D. J. Bernstein
Internet mail

Internet mail message header format

Field names and field values
Tokenizable field values
Address lists

Recipients: To, Cc, Bcc
Senders: From, Sender
Response targets: Reply-To, Mail-Reply-To, Mail-Followup-To
Threading: Message-ID, References, In-Reply-To

Date fields
Resent-* fields
Envelope information: Return-Path, Received
Miscellaneous: Subject, Comments, Keywords, Encrypted

Field name index

These pages are designed to be a complete, correct, comprehensible reference for the format of an Internet mail message header. They explain
  1. what shows up in today's Internet mail messages;
  2. what today's mail-reading programs can handle; and
  3. what the IETF header-format specifications say.
There are several IETF header-format specifications:
  1. RFC 822, published in 1982. This was the primary specification for many years. The header format is often called ``822 format.'' However, most implementors don't know what 822 says. 822 allows much more flexibility than a typical mail-reading program can actually handle; meanwhile it imposes restrictions that millions of users violate every day.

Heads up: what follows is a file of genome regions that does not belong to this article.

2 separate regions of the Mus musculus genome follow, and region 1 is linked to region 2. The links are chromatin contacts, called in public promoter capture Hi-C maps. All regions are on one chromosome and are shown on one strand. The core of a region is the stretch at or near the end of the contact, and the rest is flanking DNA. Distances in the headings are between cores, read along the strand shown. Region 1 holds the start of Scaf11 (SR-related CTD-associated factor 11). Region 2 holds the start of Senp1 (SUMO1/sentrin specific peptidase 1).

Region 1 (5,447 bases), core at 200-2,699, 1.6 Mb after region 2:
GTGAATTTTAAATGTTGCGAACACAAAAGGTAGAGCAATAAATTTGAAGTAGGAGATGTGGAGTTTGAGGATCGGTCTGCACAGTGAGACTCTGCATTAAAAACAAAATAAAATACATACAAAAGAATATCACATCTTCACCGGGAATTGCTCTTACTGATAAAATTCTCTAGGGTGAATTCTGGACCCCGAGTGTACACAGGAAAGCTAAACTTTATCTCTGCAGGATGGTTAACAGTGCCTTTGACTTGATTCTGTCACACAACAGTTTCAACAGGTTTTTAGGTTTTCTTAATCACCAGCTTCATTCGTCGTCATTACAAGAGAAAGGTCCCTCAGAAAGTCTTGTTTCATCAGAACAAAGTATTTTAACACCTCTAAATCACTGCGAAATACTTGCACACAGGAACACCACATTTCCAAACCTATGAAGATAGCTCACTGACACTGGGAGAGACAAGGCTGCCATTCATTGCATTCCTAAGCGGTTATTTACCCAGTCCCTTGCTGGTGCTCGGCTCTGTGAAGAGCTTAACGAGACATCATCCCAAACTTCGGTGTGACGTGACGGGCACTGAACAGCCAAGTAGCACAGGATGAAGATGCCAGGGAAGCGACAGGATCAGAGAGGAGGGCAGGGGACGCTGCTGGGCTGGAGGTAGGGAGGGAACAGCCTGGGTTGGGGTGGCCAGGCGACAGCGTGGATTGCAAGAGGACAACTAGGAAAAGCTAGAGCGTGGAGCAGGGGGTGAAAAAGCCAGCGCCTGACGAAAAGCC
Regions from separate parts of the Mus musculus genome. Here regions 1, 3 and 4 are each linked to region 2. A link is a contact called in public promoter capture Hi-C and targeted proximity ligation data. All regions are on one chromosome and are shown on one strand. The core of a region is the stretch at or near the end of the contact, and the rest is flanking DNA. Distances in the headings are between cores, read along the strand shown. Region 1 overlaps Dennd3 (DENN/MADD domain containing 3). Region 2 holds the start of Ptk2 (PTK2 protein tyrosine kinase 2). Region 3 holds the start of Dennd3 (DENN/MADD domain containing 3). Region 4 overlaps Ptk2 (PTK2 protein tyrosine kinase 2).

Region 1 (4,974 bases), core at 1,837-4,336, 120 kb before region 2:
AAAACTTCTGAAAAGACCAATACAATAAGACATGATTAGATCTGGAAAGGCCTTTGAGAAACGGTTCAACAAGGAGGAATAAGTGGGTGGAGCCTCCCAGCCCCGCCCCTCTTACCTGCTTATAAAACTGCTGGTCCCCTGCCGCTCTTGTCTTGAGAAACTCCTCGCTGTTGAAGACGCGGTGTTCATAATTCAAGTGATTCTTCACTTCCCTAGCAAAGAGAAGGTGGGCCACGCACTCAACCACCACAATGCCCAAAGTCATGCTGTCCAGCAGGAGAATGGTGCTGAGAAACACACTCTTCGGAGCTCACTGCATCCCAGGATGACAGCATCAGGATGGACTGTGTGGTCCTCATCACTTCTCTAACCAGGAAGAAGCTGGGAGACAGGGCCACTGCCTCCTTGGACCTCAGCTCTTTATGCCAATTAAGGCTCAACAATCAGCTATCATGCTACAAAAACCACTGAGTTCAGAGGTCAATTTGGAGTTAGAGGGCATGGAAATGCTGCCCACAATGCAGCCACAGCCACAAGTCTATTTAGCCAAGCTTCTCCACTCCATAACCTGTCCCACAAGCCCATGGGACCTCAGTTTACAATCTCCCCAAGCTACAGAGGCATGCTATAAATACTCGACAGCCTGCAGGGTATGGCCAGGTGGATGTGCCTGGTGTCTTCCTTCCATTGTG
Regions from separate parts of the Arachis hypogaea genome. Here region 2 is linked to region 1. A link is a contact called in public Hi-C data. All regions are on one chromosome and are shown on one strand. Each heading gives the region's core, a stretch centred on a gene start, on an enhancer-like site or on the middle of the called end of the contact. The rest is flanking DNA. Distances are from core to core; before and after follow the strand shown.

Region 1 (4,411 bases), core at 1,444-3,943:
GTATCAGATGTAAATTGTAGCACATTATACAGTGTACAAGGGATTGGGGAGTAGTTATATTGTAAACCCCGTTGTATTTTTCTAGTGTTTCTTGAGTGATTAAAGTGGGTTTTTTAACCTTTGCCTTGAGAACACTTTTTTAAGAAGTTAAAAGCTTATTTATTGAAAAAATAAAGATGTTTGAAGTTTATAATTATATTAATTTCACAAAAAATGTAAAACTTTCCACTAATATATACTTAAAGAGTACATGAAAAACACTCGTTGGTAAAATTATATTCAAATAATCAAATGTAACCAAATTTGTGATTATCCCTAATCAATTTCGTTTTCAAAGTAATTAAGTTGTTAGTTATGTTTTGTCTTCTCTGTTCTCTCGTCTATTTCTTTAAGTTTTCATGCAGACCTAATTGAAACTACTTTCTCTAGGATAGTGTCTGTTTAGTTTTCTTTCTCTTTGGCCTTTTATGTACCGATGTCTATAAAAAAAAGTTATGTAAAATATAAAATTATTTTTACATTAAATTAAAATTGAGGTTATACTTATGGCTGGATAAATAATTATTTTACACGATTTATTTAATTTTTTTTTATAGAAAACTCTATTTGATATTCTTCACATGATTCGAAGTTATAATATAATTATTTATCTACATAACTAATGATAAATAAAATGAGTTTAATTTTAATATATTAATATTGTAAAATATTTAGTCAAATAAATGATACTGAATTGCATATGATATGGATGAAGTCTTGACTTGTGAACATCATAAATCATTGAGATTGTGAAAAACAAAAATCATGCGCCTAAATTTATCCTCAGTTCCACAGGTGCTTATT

2. RFC 1123, published in 1989. A few corrections to 822.
  3. RFC 2822, published in 2001, also known as 822bis. Replaced 822/1123. 822bis is more misleading than 822 in some areas, less misleading in others.

A warning about evolution

It's easy to add syntax to a protocol. First upgrade all the readers to understand the syntax; then the writers can safely start using it.

For most protocols, it's just as easy to remove syntax. First upgrade all the writers to avoid the syntax; then the readers can safely stop supporting it.

Mail is different. A mail message lasts forever. Millions of people have saved billions of messages; and they expect every new MUA to be able to parse every one of those messages. Tomorrow's readers have to be compatible with yesterday's writers.

If you're a new implementor, you'll be shocked at how badly 822 was designed. Extracting even the simplest information from a message---the author's address, for example, or the sending date---is excruciatingly painful. And I see no sign that we'll ever be rid of the horrors of 822 syntax; how can we convince users to convert their old mailboxes to a sensible new format?